There’s a genuine Uber effect where businesses are being disrupted and are being broken. So that’s why a lot of digital change and digital transformation is actually about changing those cultural habits and behaviours.
Yeah I think digital for us has been probably less about an opportunity and more about a wakeup call, which was how do we essentially stay relevant to the new generation of consumers who’ve grown up using digital technologies from the day they were born. It was really important for us to embrace digital because we were putting a lot of product into the market; 600,000 physical units per year to folks that were getting their media from other sources naturally. I-tunes was becoming the dominant form of people getting music much wider than us. We were delivering a product that wasn’t even in the format that our customers needed to use it; so we knew that we needed to go digital in order to better service those markets.
And so digital for us though has come quite an enabler for essentially creating new experiences or revolutionising current business processes to make them more efficient or to build products from the ground up which are going to be relevant to that generation who expect digital to be part of an experience.
Large businesses tend to think of large projects and programmes as a default way of making change and often the best way to start is by starting. So we will often sit there and say set up a small team, set up a room; physical space is really important, and think of a problem, a very specific problem that you may be able to solve; set a hypothesis and build something quickly and test it.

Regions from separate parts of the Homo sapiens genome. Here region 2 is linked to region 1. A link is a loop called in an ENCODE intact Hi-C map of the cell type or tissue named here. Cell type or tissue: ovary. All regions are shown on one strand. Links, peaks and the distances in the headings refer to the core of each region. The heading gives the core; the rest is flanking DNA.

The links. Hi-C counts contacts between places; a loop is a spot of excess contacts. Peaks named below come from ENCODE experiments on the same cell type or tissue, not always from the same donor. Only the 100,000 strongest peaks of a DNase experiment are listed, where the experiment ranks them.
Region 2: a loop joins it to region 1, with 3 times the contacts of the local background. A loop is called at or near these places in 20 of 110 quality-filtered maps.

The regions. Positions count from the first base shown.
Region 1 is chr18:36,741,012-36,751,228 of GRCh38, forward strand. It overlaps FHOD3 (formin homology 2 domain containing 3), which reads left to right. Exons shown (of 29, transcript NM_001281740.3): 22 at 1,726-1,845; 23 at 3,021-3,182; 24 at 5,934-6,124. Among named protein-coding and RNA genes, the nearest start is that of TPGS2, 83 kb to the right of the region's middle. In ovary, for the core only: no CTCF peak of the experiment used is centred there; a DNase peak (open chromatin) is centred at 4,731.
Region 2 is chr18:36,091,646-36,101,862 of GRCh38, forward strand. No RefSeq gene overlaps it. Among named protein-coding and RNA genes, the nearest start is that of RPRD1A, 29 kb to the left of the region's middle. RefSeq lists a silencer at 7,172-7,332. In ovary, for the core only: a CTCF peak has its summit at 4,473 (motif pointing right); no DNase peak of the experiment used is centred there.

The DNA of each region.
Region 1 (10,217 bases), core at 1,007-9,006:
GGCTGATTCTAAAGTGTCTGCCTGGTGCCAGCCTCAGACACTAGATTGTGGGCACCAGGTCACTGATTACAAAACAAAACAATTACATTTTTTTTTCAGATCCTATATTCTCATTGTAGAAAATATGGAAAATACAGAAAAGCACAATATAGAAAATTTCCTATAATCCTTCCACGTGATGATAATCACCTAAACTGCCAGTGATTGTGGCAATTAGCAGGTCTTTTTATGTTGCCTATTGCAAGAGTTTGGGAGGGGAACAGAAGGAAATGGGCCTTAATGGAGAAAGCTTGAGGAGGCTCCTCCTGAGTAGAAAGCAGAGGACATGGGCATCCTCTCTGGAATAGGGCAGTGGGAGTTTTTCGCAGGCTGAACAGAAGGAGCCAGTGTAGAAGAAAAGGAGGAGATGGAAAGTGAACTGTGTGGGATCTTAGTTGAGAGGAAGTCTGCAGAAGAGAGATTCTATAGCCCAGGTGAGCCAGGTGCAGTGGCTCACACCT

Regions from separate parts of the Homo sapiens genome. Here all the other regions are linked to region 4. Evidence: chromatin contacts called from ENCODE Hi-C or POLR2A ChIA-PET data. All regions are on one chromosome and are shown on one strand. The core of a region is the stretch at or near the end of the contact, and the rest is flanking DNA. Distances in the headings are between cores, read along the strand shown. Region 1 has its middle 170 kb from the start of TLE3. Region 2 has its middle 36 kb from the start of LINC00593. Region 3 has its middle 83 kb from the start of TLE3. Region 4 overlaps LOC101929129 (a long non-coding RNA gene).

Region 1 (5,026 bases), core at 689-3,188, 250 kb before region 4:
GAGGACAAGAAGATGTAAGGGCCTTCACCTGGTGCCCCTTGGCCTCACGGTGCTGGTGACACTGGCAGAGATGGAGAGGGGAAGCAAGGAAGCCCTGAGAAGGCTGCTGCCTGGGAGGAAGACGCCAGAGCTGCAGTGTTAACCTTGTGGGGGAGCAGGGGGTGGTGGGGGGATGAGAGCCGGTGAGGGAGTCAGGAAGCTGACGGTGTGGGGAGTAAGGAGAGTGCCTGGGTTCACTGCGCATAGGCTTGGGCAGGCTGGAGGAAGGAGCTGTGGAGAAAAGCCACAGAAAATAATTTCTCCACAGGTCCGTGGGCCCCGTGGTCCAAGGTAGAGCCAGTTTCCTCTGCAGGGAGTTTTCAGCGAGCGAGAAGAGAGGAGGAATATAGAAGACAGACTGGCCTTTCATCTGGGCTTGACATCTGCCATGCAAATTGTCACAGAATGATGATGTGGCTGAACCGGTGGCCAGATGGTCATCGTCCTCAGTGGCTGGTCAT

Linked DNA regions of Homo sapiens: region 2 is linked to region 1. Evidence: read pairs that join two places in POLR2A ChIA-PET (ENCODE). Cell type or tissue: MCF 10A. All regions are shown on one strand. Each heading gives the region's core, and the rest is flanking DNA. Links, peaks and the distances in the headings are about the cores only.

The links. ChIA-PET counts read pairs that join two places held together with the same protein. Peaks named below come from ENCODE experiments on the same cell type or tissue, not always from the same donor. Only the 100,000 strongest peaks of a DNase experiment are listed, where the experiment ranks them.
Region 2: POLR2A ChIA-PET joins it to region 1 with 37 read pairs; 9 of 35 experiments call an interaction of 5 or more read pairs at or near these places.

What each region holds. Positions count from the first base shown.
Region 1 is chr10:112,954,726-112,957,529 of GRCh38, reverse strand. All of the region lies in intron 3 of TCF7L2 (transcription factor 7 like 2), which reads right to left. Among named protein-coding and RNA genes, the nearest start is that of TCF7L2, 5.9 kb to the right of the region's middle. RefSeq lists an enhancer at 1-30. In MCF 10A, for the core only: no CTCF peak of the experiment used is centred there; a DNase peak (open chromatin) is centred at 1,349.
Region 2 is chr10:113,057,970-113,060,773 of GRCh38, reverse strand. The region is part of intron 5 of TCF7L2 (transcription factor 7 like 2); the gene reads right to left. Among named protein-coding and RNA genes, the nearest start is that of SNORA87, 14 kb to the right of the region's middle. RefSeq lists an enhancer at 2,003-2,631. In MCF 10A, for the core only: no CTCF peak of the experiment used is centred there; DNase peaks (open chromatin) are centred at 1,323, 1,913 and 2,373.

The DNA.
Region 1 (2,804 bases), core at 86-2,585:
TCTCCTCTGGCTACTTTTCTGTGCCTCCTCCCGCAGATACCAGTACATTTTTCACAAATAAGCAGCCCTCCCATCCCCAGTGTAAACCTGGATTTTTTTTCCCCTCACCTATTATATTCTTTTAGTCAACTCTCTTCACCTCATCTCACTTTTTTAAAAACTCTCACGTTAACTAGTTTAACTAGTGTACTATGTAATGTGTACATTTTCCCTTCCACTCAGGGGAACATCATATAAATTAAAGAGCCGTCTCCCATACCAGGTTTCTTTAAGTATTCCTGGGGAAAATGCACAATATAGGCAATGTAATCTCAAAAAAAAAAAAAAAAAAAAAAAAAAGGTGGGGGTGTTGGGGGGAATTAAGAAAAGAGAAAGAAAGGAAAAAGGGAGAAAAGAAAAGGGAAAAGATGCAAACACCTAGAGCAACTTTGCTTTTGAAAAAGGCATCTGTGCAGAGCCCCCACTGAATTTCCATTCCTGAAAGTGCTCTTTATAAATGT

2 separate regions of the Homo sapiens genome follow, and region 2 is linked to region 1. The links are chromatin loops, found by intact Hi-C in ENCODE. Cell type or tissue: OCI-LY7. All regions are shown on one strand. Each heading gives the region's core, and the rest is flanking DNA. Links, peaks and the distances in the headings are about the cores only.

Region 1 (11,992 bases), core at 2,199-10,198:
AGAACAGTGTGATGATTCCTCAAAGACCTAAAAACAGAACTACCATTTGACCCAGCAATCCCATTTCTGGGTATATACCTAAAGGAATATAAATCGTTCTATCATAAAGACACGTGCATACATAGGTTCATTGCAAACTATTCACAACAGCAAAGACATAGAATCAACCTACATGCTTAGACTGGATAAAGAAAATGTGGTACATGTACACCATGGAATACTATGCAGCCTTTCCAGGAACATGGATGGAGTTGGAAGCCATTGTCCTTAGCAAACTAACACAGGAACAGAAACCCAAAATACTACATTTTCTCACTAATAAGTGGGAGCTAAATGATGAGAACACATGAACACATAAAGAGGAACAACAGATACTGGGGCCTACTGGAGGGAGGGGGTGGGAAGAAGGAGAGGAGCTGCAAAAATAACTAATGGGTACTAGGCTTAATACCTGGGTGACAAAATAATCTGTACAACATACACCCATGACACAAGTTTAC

The top tips for getting a digital partner in this space could be firstly really looking inside your business and figuring out what it is that the business wants and needs. Again thinking what are the minimum requirements that we need to get this product to market. Secondly, then finding someone who does have experience in that digital space who may be outside your business to give you much needed advice, both on the requirements and on the vendors that you might be vetting. Once you’ve got it down to a couple of vendors doing the hard yards of actually going to visit them in their own space to make sure that the capabilities that you’ve been promised are actually what the company is able to be delivered and then checking up on the references of those companies to make sure that they’re actually going to be able to deliver.
Being not afraid to fail is so fundamental and it's terrible because it's become a bit of a cliché this ‘fail fast’ view but it's so important. It's about being a little bit egoless and a bit willing to take those risks and say, “We spent two weeks on something and it didn’t work but the next two weeks was really valuable and the next month.” You know, there’s a new way to develop products and I think as an New Zealand economy it should be so part of our culture to do that and I think that we’ve got such an opportunity, ‘cause we are agile, we are quick, we can embrace that. You know, we don’t have the egos of other countries. So I personally think it's just an amazing opportunity for us to really, really make our play in the world.